Museums and the Making of Textile Histories: Where now?

Publisher:
Institut national d'histoire de l'art (INHA Paris)
Publication Type:
Journal Article
Citation:
Perspective: actualité en histoire de l'art, 2016, 2016-1 (1 July 2016), pp. 43 - 60
Issue Date:
2016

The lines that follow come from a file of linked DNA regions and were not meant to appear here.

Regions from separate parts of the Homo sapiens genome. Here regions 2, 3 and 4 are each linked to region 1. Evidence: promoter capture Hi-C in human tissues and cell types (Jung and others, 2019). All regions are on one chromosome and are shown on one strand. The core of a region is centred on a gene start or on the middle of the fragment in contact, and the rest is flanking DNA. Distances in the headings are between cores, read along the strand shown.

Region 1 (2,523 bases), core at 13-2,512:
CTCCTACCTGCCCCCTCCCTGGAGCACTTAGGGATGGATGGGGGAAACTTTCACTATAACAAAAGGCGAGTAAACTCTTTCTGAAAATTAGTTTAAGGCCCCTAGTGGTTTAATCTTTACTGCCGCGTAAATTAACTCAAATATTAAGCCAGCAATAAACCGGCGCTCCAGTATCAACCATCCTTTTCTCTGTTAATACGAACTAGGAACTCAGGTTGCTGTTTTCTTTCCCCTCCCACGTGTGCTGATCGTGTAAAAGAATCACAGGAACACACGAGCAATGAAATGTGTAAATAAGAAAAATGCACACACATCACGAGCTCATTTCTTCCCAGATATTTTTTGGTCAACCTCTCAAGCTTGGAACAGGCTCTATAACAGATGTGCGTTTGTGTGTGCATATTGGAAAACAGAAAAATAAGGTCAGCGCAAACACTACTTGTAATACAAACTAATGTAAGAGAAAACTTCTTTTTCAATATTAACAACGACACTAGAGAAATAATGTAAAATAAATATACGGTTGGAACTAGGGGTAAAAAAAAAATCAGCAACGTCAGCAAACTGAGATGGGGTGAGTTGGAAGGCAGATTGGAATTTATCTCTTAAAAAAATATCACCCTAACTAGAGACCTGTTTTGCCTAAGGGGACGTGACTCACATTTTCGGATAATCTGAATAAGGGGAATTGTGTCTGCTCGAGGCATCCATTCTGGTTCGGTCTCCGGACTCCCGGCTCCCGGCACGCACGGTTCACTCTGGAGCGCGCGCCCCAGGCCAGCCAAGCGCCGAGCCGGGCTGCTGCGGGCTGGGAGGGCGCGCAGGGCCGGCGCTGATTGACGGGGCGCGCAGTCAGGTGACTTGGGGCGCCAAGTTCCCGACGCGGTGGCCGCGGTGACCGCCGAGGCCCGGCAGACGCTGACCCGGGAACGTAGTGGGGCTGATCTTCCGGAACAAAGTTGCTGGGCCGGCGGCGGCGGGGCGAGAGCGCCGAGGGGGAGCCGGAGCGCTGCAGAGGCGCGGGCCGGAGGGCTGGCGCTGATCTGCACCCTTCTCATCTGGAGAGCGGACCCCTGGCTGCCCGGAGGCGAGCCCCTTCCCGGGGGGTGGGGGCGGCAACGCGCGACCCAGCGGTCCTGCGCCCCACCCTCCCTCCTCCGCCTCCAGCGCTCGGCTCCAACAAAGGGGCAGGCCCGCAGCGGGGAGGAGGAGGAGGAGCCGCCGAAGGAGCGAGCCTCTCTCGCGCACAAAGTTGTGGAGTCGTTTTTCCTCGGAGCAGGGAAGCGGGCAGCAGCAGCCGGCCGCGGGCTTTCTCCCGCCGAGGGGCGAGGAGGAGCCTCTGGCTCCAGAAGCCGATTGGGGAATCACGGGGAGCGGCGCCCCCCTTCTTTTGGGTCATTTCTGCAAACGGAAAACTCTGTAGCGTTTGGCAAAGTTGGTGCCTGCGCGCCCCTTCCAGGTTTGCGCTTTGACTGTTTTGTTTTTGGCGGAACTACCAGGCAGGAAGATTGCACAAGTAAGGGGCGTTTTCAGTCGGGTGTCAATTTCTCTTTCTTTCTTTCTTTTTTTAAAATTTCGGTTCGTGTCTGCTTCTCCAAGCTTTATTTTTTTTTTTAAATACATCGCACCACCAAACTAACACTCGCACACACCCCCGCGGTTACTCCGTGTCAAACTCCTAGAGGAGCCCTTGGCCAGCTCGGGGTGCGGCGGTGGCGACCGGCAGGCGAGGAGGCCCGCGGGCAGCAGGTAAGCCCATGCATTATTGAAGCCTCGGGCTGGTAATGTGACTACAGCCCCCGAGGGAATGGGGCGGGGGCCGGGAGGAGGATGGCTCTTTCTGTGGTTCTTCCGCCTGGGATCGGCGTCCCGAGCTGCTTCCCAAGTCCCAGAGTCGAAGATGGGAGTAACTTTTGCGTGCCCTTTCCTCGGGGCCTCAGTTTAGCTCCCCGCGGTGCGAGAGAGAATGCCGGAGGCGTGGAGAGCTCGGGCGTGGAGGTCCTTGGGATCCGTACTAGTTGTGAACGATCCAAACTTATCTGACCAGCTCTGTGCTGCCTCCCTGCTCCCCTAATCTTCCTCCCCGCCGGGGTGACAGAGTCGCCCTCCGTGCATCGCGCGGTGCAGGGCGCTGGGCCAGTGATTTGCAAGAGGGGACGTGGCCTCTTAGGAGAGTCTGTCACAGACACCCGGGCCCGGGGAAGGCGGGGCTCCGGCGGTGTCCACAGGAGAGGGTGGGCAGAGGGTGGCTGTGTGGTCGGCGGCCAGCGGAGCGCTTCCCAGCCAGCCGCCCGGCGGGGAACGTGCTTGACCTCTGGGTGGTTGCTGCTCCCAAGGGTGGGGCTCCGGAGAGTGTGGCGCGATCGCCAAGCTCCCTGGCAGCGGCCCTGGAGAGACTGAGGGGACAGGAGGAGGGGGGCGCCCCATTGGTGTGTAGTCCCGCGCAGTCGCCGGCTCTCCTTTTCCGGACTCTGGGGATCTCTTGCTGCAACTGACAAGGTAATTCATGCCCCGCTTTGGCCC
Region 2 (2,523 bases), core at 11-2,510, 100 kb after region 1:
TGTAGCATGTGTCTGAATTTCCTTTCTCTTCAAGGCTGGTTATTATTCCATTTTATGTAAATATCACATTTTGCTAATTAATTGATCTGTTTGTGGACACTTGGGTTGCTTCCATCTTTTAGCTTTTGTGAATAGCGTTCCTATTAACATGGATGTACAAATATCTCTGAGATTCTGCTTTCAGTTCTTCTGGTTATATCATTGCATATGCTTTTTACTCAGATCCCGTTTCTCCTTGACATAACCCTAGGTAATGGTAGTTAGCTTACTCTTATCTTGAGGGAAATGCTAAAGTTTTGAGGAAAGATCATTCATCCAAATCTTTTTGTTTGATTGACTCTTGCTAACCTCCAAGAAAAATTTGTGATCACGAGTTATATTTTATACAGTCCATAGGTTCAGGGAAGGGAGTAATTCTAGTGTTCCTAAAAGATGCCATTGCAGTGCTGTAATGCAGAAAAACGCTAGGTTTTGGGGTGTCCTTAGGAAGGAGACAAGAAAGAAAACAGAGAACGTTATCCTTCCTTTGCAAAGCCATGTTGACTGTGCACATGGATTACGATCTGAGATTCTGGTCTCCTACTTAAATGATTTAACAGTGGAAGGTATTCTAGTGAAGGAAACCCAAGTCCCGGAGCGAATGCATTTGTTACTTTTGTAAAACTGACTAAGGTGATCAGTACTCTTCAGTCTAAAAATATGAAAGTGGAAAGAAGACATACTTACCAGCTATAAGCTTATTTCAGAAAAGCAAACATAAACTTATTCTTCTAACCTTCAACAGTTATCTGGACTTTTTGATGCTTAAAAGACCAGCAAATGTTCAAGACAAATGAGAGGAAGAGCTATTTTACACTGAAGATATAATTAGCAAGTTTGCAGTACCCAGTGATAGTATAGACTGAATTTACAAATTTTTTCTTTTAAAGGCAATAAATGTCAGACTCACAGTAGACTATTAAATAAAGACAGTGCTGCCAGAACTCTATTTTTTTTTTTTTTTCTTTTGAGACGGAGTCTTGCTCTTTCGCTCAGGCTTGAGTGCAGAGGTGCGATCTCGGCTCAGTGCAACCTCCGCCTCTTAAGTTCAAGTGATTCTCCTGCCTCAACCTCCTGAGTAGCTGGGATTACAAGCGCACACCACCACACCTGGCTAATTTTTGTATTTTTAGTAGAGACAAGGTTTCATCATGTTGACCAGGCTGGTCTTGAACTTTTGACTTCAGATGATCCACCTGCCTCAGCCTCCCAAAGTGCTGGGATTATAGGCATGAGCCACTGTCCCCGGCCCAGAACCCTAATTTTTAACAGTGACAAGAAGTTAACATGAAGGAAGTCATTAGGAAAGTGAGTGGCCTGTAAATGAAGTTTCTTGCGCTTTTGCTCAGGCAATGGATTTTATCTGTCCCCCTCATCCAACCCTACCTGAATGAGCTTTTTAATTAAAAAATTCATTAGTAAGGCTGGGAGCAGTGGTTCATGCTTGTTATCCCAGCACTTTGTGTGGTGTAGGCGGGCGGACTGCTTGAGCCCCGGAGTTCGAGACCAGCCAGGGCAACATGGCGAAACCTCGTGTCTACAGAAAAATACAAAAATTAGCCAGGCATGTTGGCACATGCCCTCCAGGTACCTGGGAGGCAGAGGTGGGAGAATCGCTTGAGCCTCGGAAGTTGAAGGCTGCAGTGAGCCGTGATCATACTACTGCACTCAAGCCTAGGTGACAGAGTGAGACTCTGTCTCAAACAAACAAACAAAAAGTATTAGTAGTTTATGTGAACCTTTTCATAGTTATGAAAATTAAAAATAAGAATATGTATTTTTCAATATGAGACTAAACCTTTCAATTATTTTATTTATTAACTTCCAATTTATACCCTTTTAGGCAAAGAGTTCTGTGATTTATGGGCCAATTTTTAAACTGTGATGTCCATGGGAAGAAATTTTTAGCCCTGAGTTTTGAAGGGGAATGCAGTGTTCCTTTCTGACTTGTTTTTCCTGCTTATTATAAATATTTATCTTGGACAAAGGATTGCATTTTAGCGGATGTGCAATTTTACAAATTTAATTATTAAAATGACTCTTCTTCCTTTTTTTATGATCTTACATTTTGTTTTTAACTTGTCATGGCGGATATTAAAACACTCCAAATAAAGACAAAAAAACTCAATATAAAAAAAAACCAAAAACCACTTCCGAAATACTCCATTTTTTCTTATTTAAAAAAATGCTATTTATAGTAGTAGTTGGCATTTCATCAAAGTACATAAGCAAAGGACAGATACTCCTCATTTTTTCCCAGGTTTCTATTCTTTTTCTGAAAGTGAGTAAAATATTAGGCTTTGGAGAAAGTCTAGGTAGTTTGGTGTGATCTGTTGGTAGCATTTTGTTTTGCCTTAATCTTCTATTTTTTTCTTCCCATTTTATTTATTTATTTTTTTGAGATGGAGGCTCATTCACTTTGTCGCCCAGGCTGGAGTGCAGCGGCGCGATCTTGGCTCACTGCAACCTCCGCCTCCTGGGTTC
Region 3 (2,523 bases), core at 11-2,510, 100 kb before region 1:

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Many different types of museum collect, document, and preserve textiles, interpreting them through temporary and semi-permanent exhibitions, publications and website interventions – sometimes independently, sometimes as part of a broader story of art and design, science and technology, social history and anthropology, local history or world cultures. (e.g. range and approaches in major fashion capitals such as London, Paris, Milan, New York) with a long tradition in textile production as well as consumption, and in manufacturing cities such as Krefeld, Lyon, Manchester). Aims of debate are to draw on different cultural experiences and disciplinary backgrounds of participants: • To generate discussion over the role of museums in ‘making and representing textile histories’. Museums are not only depositories of textile objects, but also ‘write’ or ‘make’ both public and academic history through displays and publications. But how does their work fit relative to university research and dissemination, feed such research, or react to it? How might interactions between museums and universities in different regions and cultures be developed in the future? • To consider where innovative museum work is being undertaken (locally, regionally, nationally, internationally), wherein lies its innovation, and how it might suggest directions for the future (in collecting, interpretation, etc.), by interpretation, I mean any analogue or digital explanation that explains the objects on display. • To suggest that the most dynamic study of objects from the period 1500 to the present is no longer limited to art historians – indeed, that the focus in art history on textiles that belong within a well-established tradition of connoisseurship (in which tapestries and high-end commissions for wall-hangings dominate) is being challenged by the adoption of a more inclusive approach among historians, design historians, and historians of material culture
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